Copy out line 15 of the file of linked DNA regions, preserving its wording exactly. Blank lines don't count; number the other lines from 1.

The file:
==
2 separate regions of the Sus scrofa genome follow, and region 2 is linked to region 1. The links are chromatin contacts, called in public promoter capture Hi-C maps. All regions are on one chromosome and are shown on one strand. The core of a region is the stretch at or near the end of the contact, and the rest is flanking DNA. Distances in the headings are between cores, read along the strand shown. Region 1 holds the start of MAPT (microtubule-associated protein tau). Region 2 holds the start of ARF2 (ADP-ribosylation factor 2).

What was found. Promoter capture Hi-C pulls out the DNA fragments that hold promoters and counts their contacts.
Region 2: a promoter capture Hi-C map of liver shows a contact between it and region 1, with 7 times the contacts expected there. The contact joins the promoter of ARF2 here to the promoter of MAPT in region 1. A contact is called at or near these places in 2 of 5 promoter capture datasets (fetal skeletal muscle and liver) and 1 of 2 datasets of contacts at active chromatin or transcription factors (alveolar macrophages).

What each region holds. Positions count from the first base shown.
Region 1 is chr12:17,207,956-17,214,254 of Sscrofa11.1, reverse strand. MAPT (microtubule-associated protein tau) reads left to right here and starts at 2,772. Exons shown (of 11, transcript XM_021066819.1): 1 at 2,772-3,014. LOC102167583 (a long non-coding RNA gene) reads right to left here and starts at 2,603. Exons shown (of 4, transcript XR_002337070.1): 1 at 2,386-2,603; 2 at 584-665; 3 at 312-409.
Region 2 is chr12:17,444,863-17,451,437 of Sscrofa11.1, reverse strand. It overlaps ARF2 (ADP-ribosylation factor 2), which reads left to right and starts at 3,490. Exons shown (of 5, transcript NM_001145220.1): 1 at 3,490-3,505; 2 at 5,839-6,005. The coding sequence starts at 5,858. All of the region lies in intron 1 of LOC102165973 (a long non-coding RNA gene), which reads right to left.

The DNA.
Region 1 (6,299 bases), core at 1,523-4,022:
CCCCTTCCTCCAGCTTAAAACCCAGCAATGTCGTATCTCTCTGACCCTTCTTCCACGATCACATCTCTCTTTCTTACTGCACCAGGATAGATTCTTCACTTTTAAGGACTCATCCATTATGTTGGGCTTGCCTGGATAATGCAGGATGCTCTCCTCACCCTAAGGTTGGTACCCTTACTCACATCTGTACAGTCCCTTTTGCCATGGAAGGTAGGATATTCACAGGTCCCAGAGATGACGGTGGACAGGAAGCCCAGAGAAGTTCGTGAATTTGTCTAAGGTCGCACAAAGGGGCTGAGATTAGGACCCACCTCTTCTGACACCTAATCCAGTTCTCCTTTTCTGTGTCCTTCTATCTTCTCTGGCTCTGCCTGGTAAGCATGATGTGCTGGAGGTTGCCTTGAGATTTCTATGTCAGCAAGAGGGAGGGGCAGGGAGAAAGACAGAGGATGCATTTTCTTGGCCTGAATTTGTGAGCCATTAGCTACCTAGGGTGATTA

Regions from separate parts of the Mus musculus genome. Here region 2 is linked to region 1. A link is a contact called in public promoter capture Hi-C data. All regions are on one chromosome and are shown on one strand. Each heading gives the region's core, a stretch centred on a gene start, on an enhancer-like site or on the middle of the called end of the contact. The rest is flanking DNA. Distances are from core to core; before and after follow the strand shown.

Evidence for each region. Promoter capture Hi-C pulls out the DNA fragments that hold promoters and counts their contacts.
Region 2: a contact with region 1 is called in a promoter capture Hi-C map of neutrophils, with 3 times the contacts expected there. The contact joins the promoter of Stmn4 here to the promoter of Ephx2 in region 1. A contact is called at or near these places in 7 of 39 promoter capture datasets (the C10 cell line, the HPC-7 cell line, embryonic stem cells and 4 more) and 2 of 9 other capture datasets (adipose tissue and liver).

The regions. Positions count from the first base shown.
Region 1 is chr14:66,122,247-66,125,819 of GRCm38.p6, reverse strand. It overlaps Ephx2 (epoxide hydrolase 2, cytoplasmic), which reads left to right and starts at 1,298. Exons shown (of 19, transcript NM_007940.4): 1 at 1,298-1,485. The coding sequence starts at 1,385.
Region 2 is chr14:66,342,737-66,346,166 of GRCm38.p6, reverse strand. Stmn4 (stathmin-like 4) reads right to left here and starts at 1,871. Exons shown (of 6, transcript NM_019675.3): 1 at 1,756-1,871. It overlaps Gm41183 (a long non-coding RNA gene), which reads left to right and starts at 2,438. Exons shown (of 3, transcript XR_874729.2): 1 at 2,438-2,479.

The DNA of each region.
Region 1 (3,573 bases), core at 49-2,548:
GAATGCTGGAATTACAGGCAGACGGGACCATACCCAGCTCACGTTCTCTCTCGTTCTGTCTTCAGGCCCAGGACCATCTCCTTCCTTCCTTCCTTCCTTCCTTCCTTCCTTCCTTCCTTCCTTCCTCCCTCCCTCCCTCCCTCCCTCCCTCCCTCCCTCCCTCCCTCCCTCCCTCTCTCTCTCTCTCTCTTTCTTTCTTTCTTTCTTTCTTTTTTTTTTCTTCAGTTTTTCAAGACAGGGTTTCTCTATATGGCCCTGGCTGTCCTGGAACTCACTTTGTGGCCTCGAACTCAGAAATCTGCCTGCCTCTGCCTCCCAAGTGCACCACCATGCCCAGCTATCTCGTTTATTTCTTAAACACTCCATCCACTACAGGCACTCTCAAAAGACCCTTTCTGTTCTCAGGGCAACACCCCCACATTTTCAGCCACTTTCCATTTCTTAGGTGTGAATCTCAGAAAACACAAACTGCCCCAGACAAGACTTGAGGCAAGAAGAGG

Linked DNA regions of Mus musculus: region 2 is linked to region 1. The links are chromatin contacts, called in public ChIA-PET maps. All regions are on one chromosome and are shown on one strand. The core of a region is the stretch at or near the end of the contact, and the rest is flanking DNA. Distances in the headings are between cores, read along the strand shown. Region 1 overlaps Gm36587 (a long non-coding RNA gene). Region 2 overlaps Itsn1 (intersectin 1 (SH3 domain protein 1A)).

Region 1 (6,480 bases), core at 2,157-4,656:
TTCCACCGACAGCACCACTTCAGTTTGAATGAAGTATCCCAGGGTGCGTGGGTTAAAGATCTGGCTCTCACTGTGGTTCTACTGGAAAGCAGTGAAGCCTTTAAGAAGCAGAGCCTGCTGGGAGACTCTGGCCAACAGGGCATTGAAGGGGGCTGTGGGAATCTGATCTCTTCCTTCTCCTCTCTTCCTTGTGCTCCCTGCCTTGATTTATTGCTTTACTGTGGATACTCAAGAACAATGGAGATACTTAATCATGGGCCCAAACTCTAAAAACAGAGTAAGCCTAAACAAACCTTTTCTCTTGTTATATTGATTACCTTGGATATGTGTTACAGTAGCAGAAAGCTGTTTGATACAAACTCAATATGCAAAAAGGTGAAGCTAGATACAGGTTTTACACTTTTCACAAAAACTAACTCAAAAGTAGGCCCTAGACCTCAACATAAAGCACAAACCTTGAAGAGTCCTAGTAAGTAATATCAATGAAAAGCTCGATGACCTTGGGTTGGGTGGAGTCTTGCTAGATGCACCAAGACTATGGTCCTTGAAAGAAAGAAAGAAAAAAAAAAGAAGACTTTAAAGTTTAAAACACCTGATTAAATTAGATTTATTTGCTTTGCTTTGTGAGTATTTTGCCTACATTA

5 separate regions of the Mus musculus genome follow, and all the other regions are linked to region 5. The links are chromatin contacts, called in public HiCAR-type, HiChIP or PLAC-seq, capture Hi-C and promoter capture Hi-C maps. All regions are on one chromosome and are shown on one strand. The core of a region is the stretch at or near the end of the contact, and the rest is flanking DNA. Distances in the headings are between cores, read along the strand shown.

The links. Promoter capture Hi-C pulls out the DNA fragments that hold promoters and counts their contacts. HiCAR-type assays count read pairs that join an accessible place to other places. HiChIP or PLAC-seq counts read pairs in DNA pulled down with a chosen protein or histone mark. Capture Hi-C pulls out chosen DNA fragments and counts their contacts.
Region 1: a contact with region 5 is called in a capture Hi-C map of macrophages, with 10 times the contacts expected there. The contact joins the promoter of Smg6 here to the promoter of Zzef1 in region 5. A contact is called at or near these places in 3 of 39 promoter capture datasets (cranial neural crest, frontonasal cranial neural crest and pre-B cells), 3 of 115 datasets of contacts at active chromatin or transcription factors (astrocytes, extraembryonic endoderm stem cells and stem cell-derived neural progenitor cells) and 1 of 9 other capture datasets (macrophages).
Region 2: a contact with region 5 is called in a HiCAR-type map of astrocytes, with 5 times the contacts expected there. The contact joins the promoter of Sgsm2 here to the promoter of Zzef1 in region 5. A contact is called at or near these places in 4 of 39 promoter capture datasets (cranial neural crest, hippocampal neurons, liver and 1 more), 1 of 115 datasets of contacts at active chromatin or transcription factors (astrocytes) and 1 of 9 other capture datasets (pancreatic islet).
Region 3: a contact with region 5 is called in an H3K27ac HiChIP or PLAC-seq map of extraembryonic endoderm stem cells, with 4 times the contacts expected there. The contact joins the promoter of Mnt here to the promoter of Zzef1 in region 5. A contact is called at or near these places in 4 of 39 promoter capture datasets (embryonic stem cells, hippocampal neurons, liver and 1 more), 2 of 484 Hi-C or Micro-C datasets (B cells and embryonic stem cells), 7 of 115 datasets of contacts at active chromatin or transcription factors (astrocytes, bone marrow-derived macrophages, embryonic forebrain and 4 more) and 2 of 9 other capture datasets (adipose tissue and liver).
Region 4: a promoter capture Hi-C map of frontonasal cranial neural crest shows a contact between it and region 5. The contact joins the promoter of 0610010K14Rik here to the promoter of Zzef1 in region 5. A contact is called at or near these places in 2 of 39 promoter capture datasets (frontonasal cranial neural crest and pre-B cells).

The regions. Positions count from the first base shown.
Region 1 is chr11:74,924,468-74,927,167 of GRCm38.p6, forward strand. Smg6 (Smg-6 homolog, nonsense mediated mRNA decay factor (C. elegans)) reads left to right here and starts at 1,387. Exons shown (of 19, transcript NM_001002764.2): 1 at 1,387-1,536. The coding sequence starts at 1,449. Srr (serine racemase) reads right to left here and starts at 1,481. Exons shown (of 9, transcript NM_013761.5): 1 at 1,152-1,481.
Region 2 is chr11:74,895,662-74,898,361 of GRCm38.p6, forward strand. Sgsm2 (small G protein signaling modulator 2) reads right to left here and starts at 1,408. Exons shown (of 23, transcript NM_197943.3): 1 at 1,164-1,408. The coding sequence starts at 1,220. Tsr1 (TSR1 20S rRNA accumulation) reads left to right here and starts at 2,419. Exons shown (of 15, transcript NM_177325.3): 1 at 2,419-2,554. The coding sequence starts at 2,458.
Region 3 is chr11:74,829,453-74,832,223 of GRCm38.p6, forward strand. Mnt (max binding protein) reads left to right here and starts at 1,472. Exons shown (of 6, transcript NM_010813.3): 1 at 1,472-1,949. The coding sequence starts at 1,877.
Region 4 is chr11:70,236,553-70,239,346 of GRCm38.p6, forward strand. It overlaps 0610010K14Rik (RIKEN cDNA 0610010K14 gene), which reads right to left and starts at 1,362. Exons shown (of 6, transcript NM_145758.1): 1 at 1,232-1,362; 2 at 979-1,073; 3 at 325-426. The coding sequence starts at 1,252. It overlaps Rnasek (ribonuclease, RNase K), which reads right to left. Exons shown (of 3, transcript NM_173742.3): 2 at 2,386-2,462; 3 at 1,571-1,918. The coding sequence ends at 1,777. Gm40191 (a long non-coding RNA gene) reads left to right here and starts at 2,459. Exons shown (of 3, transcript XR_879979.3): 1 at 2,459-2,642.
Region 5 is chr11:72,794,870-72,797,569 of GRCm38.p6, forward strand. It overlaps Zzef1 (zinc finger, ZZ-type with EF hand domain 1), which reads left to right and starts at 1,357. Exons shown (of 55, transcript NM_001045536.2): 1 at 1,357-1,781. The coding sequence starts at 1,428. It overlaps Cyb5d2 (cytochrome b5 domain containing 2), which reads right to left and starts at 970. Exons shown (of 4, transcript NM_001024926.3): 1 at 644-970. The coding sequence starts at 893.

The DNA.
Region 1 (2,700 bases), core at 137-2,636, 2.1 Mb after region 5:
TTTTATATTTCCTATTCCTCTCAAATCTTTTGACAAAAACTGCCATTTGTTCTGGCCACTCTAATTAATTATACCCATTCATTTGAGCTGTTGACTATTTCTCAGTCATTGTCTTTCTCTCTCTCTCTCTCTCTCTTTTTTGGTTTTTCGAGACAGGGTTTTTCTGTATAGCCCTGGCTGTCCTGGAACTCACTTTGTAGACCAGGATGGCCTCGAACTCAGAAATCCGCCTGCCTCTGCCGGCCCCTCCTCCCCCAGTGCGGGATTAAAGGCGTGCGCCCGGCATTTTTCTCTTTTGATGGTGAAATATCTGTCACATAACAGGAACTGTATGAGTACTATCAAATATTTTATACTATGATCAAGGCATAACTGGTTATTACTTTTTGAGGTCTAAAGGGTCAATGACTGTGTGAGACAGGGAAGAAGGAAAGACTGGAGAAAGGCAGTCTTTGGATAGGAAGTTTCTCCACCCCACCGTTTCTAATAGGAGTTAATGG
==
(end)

Region 2 is chr14:66,342,737-66,346,166 of GRCm38.p6, reverse strand. Stmn4 (stathmin-like 4) reads right to left here and starts at 1,871. Exons shown (of 6, transcript NM_019675.3): 1 at 1,756-1,871. It overlaps Gm41183 (a long non-coding RNA gene), which reads left to right and starts at 2,438. Exons shown (of 3, transcript XR_874729.2): 1 at 2,438-2,479.